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Olympic Fever goes to the Dogs
For most Australians, the Olympic Games signal a time to stand up and be super-proud of being an Aussie. As Rio is just around the corner, Pet Insurance Australia is urging all Australians, including the four-legged variety, to get involved in all of the fun and excitement of the Rio Olympic Games.
“As our Olympians prepare to take on the world in Rio, it’s a great time to acknowledge the hard work that goes into being a world class athlete,” says Nadia Crighton, a spokesperson for Pet Insurance Australia. “Now is the perfect time to don the green and gold, to really support our athletes.”
As animal enthusiasts, you’re probably asking, “But what about our pets? How can they get involved in all the fun?”
“There are all sorts of fun things that you can do with your dogs to really appreciate the type of athleticism that goes into being the best of the best,” states Crighton. “Dog sports are a wonderful way to experience some of the top dog athletes of our time. Plus, it provides an amazing bond between you and your pet.”
Getting involved, even only for the duration of the Rio Olympic Games, could turn your dog into a dog sport enthusiast.
“Either way, it will be masses of fun!” Crighton says. “If you have ever dreamt of getting involved; let the Olympics be your inspiration. It’s great for improving your pet’s health and activity levels, while also improving the great bond you share.”
The most popular and well-known dog sport is called agility. This is a wonderful sport that will have your dog complete a series of obstacles, while being directed by a handler (A.K.A. you). The dog is then scored on accuracy and speed. Working together off-lead will strengthen your bond as you watch and marvel at your dog bounding and weaving through the set obstacles.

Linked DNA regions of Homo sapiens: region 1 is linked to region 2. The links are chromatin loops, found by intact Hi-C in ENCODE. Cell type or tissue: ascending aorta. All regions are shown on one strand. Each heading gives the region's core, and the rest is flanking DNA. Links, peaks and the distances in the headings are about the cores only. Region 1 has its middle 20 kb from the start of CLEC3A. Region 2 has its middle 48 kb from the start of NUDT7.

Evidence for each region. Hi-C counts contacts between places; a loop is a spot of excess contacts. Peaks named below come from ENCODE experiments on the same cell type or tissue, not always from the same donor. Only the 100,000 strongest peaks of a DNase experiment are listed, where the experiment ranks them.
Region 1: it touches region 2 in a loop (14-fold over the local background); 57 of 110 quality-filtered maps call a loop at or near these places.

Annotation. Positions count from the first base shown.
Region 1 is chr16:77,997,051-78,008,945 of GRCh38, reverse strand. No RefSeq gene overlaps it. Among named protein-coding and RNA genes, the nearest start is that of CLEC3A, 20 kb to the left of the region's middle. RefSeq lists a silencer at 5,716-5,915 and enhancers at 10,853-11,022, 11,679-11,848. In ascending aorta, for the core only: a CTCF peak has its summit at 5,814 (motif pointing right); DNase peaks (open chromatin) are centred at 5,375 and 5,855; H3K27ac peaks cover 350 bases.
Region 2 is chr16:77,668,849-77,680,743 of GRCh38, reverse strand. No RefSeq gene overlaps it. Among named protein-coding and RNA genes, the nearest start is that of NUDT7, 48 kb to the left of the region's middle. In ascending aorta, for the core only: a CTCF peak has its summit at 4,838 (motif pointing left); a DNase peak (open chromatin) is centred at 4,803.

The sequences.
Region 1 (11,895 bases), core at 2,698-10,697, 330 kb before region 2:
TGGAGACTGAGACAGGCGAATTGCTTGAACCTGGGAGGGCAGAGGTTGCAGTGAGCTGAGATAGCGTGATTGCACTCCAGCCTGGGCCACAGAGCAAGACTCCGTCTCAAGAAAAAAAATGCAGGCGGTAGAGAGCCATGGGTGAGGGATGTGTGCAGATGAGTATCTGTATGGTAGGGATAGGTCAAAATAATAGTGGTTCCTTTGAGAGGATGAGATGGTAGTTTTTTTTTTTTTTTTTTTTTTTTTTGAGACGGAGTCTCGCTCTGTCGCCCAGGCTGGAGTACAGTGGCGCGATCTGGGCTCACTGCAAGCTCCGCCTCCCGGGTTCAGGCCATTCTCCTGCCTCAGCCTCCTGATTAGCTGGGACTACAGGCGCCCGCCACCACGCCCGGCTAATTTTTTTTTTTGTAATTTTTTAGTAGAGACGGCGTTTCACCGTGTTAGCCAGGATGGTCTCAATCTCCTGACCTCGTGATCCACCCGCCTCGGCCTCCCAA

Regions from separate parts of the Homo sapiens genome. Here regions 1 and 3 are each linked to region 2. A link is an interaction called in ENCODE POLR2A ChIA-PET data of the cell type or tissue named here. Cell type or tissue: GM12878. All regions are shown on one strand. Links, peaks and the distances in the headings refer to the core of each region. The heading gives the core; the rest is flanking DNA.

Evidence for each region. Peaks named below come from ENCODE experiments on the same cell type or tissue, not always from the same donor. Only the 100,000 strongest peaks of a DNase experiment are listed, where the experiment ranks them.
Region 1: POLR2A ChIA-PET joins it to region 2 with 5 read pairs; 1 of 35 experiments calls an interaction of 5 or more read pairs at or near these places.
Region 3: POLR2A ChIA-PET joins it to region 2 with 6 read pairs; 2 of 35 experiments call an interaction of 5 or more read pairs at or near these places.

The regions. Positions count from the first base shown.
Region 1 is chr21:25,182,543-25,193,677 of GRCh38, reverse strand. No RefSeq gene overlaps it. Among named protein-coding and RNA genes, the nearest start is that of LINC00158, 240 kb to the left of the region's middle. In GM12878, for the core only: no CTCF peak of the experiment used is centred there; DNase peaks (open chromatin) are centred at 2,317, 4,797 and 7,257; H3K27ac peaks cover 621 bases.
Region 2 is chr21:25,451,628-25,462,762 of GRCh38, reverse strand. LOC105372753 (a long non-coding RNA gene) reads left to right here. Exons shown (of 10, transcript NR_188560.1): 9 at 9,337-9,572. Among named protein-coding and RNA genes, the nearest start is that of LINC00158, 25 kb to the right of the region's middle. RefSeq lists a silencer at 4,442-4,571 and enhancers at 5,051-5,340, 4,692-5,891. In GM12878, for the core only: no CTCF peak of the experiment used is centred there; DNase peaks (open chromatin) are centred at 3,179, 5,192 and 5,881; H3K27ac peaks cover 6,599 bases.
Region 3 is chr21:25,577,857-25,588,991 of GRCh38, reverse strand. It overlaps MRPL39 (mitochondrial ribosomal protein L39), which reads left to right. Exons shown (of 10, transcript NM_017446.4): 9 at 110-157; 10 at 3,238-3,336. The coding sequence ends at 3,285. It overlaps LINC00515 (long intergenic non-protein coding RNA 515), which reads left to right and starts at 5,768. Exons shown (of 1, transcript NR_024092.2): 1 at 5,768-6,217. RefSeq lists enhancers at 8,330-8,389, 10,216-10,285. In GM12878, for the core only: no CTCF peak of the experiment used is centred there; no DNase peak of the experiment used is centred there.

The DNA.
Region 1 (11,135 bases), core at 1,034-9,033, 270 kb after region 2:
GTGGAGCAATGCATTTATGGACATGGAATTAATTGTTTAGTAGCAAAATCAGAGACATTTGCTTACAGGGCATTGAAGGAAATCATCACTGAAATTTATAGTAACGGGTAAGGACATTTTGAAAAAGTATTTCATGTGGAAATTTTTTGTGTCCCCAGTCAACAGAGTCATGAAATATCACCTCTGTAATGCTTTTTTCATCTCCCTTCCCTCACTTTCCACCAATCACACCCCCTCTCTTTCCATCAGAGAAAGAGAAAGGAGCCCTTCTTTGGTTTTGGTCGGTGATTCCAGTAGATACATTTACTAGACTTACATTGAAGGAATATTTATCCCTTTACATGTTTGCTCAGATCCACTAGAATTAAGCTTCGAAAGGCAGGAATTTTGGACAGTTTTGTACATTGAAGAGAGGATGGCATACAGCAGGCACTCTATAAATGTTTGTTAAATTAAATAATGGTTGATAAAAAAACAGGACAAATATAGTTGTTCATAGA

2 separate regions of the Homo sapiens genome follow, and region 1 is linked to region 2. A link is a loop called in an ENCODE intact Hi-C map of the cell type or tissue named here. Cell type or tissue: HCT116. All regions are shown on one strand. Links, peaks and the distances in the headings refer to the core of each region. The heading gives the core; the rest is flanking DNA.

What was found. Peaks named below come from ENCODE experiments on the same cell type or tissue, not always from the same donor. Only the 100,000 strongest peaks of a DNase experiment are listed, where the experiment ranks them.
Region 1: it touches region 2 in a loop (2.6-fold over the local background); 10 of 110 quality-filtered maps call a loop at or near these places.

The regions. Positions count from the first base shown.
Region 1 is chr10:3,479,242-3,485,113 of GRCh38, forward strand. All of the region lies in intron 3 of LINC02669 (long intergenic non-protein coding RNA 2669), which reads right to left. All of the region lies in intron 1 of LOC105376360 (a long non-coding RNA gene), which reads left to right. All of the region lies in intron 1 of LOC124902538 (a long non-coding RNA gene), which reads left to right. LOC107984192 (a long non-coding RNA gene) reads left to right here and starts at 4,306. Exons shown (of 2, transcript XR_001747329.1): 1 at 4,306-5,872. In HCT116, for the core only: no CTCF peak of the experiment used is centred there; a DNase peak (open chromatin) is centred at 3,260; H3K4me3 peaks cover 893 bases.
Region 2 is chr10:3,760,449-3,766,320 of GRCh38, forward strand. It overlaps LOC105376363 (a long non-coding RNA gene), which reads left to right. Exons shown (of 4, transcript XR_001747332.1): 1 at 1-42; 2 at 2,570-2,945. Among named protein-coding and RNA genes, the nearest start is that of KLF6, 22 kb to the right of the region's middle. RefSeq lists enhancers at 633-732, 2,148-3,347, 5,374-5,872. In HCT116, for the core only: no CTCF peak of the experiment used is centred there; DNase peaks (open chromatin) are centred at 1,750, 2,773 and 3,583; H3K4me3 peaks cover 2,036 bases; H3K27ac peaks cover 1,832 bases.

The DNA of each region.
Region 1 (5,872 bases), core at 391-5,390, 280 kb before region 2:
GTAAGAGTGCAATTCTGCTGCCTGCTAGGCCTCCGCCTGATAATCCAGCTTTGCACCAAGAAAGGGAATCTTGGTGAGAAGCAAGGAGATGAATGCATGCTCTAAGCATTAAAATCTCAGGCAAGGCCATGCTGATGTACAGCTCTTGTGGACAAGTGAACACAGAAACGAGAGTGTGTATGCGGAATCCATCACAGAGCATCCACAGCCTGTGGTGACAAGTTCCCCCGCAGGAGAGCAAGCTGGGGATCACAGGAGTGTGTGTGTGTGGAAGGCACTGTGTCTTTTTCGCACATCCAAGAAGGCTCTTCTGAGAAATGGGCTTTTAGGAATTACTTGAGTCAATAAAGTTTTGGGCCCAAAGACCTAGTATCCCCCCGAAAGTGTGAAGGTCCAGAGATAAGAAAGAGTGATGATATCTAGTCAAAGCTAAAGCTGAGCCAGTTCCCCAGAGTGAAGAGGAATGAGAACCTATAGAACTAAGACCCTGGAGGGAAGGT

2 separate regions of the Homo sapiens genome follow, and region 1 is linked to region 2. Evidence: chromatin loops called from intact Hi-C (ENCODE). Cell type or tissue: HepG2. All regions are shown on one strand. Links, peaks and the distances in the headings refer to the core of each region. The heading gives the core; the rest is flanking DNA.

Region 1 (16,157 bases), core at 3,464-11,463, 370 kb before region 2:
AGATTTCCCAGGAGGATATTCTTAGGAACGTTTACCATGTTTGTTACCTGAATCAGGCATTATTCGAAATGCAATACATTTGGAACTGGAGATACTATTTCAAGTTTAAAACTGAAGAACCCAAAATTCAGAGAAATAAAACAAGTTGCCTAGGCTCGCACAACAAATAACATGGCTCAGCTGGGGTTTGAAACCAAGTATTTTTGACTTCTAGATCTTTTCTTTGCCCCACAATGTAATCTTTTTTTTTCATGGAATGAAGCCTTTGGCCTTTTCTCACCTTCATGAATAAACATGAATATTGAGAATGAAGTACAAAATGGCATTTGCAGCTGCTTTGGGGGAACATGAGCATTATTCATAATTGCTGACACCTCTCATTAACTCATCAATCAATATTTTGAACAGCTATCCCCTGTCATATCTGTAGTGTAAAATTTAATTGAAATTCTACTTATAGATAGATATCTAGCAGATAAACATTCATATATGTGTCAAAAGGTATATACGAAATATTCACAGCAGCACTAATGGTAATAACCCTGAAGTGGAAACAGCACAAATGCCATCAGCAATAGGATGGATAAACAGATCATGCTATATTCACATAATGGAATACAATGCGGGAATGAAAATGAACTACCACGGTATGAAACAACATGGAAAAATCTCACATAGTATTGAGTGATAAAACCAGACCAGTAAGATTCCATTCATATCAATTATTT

“Dogs can be trained at all ages, but it is advisable to be cautious with very young dogs whose joints are still developing,” warns Crighton. “This is one of the most popular dog sports and you can even purchase equipment to train your hound at home.”
Pop along to your local agility club for more information on how you and your dog can get involved.
This sport will have your dog running through a course containing hurdles. At the end of the run the dog will hit the flybox with their paws causing a tennis ball to be launched through the air. The participating dog needs to collect the ball and race back through the course to the finish line.
“This is certainly a very entertaining sport to watch and dogs simply love getting involved,” Crighton says. “It’s the perfect sport for those dogs that have huge amounts of energy and are in need of some serious fun.”
In recent years this sport is gaining in mainstream popularity due to it featuring on many televised talent shows. Officially, this sport is known as Musical Canine Freestyle. Essentially, it consists of dogs and handlers learning to move in sync, while performing to music.
“It is a great way to creatively interact with your dog. Plus, it suits many dogs of all sizes and abilities,” says Crighton. “Dogs are trained to work on both sides of the handler’s body in a series of heels and obedience tricks and talents.”
There are so many additional dog sports, more than those mentioned above.
“No dog is ever too old to learn new tricks and you’ll be simply astonished at how much fun you both end up having,” Crighton says. “It is a fantastic way to improve your dog’s training in a fun and interesting environment, why not make the Rio Olympic Games the excuse you need to get involved?”